Nice map.

    Thanks WWP and Sagebrush Habitat Conservation Fund.

  2. avatar Ida Lupine says:

    Good news!

  3. avatar LoneWolf25 says:

    Thank goodness for this land and the native wildlife that will have some peace.

  4. avatar Lyn McCormick says:

    How did they calculate the value of those grazing allotments?
    Several years ago I calculated one allotment in the Sand Wash Basin, at the private land grazing rate over a ten year period, at a million dollars. That seemed like a pretty good offer until I learned that all the permittees who run livestock in the SWB are already millionaires.

  5. avatar Snaildarter says:

    Every little bit helps, the average American is always surprised and disappointed know there are cattle on public lands, even in some National Parks. These cattle are only a couple of percent of the beef sold in America each year but they exact a huge toll on wildlife habitat.

  6. avatar SEAK Mossback says:

    I added WWP to my annual contribution list last year, even though I don’t reside in the Northern Rockies. Do you get tired of mailing contributions with the most visible result being to spur the volume of paper in your mailbox from the same sources soliciting further contributions for various “urgent campaigns”, sometimes offering bags or gadgets like cheap binoculars that you don’t need? Does it make you wonder where your money is going? Hasn’t happened with WWP — and if you tune in here occasionally you get to see and appreciate where it’s going.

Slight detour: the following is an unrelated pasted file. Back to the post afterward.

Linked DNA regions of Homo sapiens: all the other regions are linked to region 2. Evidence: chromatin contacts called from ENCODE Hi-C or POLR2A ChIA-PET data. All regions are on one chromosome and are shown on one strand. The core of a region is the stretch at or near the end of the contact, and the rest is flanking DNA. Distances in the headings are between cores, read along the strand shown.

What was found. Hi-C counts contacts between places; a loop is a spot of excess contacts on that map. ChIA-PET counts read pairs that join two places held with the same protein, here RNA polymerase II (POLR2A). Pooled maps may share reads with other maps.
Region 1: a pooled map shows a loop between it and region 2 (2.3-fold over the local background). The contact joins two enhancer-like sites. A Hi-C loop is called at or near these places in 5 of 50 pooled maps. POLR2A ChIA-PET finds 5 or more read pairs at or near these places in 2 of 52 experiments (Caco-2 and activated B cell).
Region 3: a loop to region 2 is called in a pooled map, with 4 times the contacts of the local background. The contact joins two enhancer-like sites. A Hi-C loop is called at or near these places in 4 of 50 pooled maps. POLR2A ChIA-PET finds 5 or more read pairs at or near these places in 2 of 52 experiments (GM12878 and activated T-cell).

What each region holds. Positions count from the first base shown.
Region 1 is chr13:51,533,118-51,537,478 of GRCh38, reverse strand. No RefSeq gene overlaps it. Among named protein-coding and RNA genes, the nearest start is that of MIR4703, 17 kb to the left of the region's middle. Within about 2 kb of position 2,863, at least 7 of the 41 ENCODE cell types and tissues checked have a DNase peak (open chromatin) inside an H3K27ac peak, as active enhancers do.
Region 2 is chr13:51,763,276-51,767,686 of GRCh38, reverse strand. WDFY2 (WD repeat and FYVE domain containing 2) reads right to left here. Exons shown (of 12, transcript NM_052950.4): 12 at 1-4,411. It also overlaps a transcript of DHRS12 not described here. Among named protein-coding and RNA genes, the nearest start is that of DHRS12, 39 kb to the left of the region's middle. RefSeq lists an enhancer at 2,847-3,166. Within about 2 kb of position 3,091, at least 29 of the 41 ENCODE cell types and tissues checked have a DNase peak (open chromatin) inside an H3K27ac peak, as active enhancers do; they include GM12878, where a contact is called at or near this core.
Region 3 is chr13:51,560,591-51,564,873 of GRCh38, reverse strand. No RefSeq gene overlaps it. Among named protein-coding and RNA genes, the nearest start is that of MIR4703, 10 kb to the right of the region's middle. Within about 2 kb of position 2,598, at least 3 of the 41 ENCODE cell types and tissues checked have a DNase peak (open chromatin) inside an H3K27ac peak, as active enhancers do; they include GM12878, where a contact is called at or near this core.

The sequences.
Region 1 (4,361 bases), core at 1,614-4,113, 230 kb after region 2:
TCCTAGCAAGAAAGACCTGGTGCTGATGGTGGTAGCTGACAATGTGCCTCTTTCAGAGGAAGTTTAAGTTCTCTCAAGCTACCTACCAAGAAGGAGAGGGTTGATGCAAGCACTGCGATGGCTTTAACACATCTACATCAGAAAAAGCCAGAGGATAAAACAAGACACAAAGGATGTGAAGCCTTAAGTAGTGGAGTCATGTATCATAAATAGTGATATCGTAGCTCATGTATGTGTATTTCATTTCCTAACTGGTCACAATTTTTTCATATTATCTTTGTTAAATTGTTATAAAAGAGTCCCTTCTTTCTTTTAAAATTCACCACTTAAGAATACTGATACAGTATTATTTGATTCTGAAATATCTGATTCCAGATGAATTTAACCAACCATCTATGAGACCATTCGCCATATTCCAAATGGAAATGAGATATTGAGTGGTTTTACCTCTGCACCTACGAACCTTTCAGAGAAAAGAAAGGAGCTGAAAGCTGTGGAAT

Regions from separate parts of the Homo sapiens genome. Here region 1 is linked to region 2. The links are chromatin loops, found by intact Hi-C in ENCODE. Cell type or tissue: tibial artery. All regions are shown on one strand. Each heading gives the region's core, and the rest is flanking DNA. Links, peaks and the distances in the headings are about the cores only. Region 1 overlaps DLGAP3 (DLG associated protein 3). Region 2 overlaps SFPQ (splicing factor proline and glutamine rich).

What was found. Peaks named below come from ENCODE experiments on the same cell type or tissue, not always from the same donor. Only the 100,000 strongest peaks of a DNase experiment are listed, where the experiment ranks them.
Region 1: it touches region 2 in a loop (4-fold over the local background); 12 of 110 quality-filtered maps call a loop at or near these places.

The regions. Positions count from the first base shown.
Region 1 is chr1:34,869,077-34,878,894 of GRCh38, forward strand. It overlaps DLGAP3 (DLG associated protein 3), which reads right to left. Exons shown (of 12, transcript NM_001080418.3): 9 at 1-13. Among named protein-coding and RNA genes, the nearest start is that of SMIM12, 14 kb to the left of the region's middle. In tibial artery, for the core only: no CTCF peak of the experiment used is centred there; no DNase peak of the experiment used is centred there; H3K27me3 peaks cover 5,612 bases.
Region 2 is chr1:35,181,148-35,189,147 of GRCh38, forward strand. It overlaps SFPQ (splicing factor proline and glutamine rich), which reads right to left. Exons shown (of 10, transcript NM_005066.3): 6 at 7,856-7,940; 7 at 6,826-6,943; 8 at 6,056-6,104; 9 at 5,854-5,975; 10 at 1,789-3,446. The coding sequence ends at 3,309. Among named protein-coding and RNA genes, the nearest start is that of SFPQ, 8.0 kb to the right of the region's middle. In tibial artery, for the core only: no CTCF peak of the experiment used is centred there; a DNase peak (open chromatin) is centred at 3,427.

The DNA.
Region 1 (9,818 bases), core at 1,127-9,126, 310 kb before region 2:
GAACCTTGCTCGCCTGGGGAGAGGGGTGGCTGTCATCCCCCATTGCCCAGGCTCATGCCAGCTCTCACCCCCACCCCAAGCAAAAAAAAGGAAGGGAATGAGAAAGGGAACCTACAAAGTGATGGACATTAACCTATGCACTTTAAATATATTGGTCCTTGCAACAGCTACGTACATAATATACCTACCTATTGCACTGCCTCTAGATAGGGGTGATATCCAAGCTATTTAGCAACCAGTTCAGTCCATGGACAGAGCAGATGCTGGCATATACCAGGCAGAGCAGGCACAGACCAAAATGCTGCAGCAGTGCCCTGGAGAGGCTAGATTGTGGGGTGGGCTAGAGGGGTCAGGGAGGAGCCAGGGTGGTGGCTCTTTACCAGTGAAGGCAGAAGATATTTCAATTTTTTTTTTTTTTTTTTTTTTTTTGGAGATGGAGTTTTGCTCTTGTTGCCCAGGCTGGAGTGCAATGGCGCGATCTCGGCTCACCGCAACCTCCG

• avatar LoneWolf25 says:

      Thanks to your common sense suggestion, I am connecting with Western Watersheds Project today to add them to my donate to list. And it will be a generous donation. Please all, start donating to the groups who are actually getting real things done for land and wildlife.

  7. avatar Mark Bailey says:

    Let’s hope this is a tipping point. It will be fascinating and beautiful to watch this land recover.

    • avatar Mark Bailey says:

      It would be interesting to hear some success stories of how the permittees fared in this arrangement. It was voluntary, they are probably better off, and other ranchers might have to think twice about where they stand on the current use it or lose it BLM grazing permit policies.

  8. avatar Maggie Frazier says:

    Finally, the retirement of grazing allotments!
    Hard to believe. Too bad there are no wild horses or burros to received the good news.

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Quote

‎"At some point we must draw a line across the ground of our home and our being, drive a spear into the land and say to the bulldozers, earthmovers, government and corporations, “thus far and no further.” If we do not, we shall later feel, instead of pride, the regret of Thoreau, that good but overly-bookish man, who wrote, near the end of his life, “If I repent of anything it is likely to be my good behaviour."

~ Edward Abbey